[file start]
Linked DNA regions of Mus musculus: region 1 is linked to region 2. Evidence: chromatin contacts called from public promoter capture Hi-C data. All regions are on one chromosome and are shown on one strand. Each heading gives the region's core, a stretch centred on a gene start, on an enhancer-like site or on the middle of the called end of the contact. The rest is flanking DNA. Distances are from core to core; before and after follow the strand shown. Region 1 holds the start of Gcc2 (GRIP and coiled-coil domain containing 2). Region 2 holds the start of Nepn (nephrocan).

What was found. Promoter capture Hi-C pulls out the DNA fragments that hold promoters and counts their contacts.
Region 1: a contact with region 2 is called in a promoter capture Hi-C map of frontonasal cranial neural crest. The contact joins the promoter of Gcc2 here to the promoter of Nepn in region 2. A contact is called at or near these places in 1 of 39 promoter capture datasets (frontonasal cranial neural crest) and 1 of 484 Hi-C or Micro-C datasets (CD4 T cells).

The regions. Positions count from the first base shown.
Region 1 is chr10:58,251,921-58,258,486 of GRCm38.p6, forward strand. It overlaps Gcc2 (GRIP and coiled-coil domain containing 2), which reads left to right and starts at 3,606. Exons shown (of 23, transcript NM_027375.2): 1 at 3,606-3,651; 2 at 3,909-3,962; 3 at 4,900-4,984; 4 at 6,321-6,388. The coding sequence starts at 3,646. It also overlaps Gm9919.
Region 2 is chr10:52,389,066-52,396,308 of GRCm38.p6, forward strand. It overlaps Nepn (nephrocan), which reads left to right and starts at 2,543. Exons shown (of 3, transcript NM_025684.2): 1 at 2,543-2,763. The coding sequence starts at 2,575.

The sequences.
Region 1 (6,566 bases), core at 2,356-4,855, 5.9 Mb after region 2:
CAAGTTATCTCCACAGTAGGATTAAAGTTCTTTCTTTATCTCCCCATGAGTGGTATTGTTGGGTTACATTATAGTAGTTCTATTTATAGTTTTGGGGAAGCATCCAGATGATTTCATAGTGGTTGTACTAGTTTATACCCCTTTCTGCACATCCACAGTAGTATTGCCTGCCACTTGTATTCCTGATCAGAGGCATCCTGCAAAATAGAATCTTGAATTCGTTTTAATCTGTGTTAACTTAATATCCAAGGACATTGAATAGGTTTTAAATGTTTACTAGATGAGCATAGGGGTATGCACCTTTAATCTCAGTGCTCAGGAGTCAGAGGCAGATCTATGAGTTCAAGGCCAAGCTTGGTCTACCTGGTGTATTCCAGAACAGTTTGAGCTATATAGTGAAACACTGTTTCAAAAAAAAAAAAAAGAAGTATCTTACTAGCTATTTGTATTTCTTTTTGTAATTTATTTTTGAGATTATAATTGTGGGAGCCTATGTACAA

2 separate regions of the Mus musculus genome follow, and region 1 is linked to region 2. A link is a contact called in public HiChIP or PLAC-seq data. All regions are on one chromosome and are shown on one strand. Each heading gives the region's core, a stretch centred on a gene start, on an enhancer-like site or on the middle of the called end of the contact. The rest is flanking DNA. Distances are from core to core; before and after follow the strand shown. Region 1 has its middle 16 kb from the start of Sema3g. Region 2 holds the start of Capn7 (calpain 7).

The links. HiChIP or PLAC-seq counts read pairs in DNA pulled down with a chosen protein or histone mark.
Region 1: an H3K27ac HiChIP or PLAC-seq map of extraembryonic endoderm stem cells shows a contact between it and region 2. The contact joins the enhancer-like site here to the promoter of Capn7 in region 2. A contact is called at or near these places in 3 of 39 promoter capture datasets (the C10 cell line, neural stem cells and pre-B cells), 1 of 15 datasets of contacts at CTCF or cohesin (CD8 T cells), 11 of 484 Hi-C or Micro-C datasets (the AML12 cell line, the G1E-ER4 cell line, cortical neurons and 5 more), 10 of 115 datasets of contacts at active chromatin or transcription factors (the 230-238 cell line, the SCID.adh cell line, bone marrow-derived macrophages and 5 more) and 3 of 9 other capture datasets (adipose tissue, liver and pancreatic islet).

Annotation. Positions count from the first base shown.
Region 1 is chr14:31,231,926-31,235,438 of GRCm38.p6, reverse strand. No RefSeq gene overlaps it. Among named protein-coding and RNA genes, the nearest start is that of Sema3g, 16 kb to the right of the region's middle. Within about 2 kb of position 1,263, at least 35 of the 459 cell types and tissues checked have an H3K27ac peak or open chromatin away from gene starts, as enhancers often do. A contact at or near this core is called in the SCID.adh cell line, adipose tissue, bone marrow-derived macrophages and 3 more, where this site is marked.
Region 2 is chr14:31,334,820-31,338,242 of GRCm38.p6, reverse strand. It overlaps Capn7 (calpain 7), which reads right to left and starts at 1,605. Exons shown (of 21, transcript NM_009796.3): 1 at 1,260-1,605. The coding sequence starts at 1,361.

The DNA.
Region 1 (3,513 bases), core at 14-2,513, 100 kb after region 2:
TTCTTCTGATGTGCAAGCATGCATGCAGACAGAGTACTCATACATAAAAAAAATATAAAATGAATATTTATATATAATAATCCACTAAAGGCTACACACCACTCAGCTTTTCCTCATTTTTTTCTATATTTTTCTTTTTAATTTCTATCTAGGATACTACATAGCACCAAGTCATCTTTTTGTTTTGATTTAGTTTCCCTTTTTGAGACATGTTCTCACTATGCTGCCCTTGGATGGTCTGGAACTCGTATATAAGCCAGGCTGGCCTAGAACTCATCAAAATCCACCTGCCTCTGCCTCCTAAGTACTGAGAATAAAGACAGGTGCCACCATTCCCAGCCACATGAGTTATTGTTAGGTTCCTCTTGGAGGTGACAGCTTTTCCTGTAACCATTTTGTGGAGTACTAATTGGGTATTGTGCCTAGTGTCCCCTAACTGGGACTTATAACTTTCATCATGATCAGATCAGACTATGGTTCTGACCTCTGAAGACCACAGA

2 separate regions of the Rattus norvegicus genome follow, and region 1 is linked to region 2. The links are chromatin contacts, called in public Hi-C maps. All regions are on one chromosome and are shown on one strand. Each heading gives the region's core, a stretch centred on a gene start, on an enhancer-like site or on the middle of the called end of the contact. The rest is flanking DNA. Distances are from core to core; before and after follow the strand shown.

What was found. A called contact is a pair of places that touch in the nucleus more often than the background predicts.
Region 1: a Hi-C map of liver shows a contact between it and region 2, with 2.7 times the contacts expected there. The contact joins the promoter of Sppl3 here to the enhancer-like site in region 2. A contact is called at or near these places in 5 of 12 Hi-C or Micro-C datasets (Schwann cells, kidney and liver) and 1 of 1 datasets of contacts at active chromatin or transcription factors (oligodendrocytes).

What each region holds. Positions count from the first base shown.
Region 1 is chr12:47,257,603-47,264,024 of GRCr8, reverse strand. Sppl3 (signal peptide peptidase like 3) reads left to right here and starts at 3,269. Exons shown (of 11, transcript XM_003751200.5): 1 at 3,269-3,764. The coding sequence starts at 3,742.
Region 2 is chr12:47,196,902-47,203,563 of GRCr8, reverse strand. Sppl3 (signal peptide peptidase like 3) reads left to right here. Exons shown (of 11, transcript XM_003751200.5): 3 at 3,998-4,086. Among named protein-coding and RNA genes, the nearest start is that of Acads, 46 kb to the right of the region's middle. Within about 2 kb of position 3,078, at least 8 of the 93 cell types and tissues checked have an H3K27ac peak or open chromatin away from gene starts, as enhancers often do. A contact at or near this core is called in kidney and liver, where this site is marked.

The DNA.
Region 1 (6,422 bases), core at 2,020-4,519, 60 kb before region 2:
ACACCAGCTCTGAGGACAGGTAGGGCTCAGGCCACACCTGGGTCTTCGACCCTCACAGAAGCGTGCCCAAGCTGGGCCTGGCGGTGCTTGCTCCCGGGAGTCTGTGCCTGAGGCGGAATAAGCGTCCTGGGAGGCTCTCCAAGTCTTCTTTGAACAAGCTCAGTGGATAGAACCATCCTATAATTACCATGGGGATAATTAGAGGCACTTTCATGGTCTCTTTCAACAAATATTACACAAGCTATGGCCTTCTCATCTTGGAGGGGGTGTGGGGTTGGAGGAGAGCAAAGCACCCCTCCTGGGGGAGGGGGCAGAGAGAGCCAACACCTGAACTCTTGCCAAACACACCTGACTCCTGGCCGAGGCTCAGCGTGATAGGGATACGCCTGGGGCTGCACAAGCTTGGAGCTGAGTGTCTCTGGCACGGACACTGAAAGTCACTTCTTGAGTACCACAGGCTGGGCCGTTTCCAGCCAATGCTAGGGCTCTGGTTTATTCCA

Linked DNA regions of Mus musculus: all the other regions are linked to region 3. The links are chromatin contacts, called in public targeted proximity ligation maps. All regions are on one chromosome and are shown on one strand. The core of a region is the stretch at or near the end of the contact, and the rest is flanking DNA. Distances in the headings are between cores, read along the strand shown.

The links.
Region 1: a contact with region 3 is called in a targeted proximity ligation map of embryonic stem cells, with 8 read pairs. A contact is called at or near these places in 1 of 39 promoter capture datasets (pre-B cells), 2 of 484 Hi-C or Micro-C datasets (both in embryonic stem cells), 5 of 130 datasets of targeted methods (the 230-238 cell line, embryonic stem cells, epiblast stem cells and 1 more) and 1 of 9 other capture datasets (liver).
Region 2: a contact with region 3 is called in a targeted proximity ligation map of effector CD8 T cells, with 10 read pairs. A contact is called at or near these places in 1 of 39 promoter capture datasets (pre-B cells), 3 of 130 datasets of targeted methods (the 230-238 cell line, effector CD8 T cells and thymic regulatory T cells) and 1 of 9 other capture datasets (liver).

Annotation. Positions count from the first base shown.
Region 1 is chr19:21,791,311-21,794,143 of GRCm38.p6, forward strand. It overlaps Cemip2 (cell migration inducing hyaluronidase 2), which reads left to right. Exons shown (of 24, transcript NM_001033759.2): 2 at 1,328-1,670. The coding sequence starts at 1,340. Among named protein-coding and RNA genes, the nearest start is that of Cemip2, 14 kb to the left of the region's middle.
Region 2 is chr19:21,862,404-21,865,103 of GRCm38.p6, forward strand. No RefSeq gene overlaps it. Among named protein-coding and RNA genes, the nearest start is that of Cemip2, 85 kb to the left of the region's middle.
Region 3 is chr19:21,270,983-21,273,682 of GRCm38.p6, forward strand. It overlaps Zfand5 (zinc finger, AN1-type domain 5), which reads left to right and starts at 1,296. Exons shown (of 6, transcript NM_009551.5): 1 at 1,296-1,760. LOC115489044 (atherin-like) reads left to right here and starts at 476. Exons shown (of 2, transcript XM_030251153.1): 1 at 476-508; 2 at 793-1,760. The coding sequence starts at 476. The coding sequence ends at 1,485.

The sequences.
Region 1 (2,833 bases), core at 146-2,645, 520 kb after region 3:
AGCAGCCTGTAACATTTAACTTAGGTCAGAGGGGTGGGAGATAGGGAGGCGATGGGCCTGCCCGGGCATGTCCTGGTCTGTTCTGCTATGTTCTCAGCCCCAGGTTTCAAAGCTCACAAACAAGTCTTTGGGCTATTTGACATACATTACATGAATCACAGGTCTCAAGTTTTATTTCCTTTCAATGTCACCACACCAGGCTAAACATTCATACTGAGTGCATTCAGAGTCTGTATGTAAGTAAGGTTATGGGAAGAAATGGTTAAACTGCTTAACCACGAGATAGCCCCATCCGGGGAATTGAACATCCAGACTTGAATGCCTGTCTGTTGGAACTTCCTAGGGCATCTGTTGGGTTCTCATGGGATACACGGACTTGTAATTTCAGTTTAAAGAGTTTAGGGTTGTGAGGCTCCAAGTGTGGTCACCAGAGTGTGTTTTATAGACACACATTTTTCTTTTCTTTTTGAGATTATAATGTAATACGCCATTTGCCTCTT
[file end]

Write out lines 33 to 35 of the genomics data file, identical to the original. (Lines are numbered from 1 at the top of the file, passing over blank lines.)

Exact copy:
Region 1 is chr19:21,791,311-21,794,143 of GRCm38.p6, forward strand. It overlaps Cemip2 (cell migration inducing hyaluronidase 2), which reads left to right. Exons shown (of 24, transcript NM_001033759.2): 2 at 1,328-1,670. The coding sequence starts at 1,340. Among named protein-coding and RNA genes, the nearest start is that of Cemip2, 14 kb to the left of the region's middle.
Region 2 is chr19:21,862,404-21,865,103 of GRCm38.p6, forward strand. No RefSeq gene overlaps it. Among named protein-coding and RNA genes, the nearest start is that of Cemip2, 85 kb to the left of the region's middle.
Region 3 is chr19:21,270,983-21,273,682 of GRCm38.p6, forward strand. It overlaps Zfand5 (zinc finger, AN1-type domain 5), which reads left to right and starts at 1,296. Exons shown (of 6, transcript NM_009551.5): 1 at 1,296-1,760. LOC115489044 (atherin-like) reads left to right here and starts at 476. Exons shown (of 2, transcript XM_030251153.1): 1 at 476-508; 2 at 793-1,760. The coding sequence starts at 476. The coding sequence ends at 1,485.